Friday, 14 February 2014

Climate change: What they said, and what happened

Some people may have the misconcieved notion that scientists saw some global warming and started looking for something to blame. 

In fact, as these graphs show (taken from the excellent webtool produced by Dr Kevin Cowtan, which can be found at, while there certainly had been warming in the 20th century when the IPCC was formed in 1988, warming over the preceding 30 years was actually pretty slow, and uncertain.

So while looking at this picture might alarm you (you in 1988, that is)

HADCRUT4 data series, 1900 to 1987

your 1988 self might be a lot more sanguine when you saw this

"No warming over the last 30 years", you might say.  "Nothing to worry about here."

So, if a bunch of climate scientists at the IPCC then said "We are certain of the following: there is a natural greenhouse effect...; emissions resulting from human activities are substantially increasing the atmospheric concentrations of the greenhouse gases: CO2, methane, CFCs and nitrous oxide. These increases will enhance the greenhouse effect, resulting on average in an additional warming of the Earth's surface. The main greenhouse gas, water vapour, will increase in response to global warming and further enhance it." would you be worried, or not?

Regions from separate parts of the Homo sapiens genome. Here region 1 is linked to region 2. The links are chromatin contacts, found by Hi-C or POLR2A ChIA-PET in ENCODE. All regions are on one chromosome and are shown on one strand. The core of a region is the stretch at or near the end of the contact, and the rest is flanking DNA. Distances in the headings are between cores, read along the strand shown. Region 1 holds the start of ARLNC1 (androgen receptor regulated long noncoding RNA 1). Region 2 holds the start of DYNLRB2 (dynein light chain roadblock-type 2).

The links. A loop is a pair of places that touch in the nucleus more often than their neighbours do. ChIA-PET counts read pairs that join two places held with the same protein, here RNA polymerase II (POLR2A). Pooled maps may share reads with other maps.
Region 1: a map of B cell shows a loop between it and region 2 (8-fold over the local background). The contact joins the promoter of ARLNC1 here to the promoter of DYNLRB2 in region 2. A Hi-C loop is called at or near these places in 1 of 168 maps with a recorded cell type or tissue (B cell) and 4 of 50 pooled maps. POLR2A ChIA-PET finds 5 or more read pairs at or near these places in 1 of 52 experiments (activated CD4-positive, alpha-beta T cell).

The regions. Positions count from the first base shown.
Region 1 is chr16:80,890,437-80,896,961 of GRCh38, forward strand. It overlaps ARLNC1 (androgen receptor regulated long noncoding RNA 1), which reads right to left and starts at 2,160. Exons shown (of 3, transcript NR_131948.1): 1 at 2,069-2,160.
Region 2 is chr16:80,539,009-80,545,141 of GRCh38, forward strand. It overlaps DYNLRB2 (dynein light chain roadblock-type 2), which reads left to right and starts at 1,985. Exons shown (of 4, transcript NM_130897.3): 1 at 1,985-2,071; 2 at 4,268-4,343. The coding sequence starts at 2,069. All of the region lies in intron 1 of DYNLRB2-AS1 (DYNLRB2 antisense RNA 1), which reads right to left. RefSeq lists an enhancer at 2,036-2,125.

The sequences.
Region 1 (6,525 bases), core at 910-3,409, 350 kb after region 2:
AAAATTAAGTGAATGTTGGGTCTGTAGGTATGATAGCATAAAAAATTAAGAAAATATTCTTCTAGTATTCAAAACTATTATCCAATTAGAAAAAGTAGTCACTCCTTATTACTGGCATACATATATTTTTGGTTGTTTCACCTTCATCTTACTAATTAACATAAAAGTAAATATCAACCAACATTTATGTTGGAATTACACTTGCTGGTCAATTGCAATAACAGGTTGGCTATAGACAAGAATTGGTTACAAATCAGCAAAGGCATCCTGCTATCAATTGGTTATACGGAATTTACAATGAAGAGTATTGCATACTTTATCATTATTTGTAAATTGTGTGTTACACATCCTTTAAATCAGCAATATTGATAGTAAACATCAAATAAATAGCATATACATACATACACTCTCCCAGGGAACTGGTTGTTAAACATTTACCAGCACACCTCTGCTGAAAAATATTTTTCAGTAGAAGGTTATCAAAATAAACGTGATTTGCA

I'd suggest that if, following that statement, you saw temperatures do this

you might come to the conclusion that the climate scientists knew something afterall.

OK, there are major limitations with this post.  You ideally like more than 24 years to extract a meaningful trend, and the trend over the last 24 years has been lower that the trend the IPCC estimated (though it's clearly within the error bars - the said 0.2 deg to 0.5 deg per decade) but I think the message is pretty clear.

If scientists tell you something bad is going to happen if you don't change your behaviour, and you ignore them, and then what they said happens, continuing to ignore them is not rational.

This is also good.

And, finally, has global temperature rise slowed since 1998?  You might be surprised to see the answer.

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